Evan Bowechop and Michael Murner count olive shells on Hobuck Beach as part of a survey.
NEAH BAY-
The chattering sound of hundreds of decorative purple olive shells has accompanied Makah tribal dancers for at least 500 years. The three-quarter-inch shells have been found in the oldest archeological digs in Neah Bay. Holes pierced in the end indicate they were used for necklaces, headbands, belts and other decoration.

Makah tribal member Evan Bowechop, 16, is reminded of the history as he counts the living shells in the surf where they are found on Hobuck Beach, near Neah Bay. It’s part of his summer intern job with the Makah Natural Resources Department. He and partner Michael Murner, 17, conducted a survey of the olive shell population that will help Makah natural resource managers get an idea of the numbers and locations of the small, snail-inhabited shell.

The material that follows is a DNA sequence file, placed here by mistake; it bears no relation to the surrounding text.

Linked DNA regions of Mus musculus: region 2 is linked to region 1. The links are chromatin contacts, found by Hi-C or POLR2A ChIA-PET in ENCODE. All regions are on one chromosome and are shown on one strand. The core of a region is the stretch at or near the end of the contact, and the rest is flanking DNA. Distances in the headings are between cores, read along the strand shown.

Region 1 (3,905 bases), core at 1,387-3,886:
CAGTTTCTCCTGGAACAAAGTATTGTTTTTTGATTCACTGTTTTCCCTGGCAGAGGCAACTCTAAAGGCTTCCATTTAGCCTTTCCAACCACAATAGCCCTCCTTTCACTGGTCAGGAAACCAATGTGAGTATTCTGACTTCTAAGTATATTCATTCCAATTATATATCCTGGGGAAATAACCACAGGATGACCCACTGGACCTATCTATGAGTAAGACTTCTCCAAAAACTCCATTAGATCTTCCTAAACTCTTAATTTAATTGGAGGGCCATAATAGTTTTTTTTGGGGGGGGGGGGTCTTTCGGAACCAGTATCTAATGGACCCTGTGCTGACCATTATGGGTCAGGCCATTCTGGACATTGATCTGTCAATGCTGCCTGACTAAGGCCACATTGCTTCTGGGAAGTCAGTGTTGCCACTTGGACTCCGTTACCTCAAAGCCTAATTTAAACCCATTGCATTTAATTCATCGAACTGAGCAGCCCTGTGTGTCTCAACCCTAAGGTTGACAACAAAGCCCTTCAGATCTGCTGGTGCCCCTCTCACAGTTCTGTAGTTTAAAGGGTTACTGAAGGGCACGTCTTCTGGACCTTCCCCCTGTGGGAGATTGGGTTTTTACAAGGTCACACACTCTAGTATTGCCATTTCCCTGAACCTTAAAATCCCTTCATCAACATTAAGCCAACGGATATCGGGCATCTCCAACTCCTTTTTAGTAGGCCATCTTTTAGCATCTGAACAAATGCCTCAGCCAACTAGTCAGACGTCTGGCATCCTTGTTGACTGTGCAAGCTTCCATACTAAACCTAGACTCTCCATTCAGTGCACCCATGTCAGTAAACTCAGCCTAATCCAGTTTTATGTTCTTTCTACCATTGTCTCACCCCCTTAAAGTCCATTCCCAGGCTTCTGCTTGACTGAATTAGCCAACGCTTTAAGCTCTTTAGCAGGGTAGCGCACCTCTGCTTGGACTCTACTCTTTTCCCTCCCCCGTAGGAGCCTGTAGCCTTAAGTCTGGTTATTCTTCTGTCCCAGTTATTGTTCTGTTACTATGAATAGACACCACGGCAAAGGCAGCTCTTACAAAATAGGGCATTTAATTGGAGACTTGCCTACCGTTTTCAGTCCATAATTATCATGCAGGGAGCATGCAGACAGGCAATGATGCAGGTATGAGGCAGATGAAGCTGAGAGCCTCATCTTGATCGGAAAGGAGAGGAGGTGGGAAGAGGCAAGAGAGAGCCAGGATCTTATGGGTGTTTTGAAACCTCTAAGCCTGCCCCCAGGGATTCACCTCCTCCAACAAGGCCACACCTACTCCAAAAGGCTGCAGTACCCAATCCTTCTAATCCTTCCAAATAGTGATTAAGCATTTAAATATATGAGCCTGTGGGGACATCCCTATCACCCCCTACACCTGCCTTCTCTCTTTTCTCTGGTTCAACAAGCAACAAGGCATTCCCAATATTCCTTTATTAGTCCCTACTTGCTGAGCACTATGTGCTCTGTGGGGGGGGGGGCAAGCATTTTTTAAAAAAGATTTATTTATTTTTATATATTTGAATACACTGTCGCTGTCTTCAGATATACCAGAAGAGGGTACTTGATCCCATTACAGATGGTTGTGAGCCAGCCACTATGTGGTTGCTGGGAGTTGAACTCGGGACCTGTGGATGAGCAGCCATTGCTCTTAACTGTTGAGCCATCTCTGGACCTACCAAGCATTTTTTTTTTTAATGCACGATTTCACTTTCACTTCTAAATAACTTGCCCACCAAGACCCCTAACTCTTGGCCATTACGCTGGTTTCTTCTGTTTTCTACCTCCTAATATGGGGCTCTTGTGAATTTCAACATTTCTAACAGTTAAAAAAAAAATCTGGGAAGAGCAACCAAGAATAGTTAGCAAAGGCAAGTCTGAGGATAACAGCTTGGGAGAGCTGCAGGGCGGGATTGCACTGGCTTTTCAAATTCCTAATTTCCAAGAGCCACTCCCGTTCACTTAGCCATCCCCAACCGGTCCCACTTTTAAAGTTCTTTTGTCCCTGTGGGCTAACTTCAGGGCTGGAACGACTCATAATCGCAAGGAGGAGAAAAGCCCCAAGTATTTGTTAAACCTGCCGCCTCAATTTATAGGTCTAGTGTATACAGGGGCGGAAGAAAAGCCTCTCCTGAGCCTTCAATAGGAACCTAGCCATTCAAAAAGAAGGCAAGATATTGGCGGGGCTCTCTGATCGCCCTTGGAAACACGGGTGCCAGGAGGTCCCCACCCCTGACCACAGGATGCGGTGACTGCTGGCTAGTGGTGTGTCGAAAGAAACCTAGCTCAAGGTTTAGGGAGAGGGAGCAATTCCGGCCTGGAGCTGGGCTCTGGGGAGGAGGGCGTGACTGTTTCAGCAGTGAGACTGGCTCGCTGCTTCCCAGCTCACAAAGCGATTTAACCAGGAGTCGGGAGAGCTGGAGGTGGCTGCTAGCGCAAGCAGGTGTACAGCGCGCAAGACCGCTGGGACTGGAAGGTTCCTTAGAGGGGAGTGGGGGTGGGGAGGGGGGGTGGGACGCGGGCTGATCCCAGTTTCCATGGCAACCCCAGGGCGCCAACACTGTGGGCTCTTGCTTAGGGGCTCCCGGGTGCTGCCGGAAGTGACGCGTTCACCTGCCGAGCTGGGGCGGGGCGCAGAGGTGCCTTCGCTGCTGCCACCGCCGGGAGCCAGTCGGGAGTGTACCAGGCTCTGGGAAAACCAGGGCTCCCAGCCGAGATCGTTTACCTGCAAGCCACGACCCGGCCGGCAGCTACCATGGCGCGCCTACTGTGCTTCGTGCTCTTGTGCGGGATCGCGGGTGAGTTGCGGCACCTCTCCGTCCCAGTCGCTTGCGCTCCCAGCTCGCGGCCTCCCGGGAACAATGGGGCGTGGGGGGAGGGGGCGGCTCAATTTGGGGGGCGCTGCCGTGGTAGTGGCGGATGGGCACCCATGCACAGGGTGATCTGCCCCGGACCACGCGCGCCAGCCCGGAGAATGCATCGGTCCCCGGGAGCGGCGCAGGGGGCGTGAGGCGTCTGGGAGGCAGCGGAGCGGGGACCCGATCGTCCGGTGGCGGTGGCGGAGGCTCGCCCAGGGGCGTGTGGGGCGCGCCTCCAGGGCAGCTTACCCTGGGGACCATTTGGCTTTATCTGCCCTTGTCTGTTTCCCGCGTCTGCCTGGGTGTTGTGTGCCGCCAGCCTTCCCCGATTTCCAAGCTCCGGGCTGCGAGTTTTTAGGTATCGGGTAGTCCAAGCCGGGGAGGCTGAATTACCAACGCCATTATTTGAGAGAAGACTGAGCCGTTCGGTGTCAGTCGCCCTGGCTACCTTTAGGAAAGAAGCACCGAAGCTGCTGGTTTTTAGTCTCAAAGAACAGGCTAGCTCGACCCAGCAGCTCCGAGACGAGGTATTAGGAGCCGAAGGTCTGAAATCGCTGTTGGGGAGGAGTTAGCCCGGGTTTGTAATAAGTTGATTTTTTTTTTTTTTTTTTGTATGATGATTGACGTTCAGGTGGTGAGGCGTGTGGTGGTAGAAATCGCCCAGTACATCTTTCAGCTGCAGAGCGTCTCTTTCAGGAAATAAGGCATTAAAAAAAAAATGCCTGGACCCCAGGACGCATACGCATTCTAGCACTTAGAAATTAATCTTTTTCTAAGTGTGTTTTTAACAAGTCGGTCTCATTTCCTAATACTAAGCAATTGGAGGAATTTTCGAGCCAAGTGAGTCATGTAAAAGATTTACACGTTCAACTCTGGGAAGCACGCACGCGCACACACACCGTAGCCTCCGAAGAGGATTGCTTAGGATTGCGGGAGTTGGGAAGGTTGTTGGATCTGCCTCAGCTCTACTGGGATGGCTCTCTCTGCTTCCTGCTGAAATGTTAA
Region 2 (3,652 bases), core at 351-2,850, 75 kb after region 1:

“The idea is to have the interns do this survey each summer so we can start to establish population patterns,” said Jonathan Scordino, marine mammal biologist for the Makah Tribe. Even as the interns worked one foggy morning, a group of tribal members was harvesting the shells a little further down the beach.

While tribal members collected the shells, Murner and Bowechop continued their survey, counting more than 1,000 in patch.
A young Makah dancer displays a necklace and headband made with olive shells.
Each year, students work in a variety of natural resources departments within the tribe, learning about different kinds of jobs and assisting with the natural resource management activities. The hope is that some tribal members will become interested in pursuing advanced education in a related field and come back to work for the tribe. The interns finished the summer by presenting a paper to tribal members about their activities, including one by Murner on the olive shells as well as assigned topics. “It was an interesting summer,” said Bowechop.”It kept me busy and I learned a lot.”
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For more information, contact: Russ Svec, Makah Fisheries Program Manager, (360) 645-3156; Jonathan Scordino, marine mammal biologist, Makah Tribe, (360) 645-3176; Debbie Preston, coastal information officer, Northwest Indian Fisheries Commission, (360) 374-5501, dpreston@nwifc.org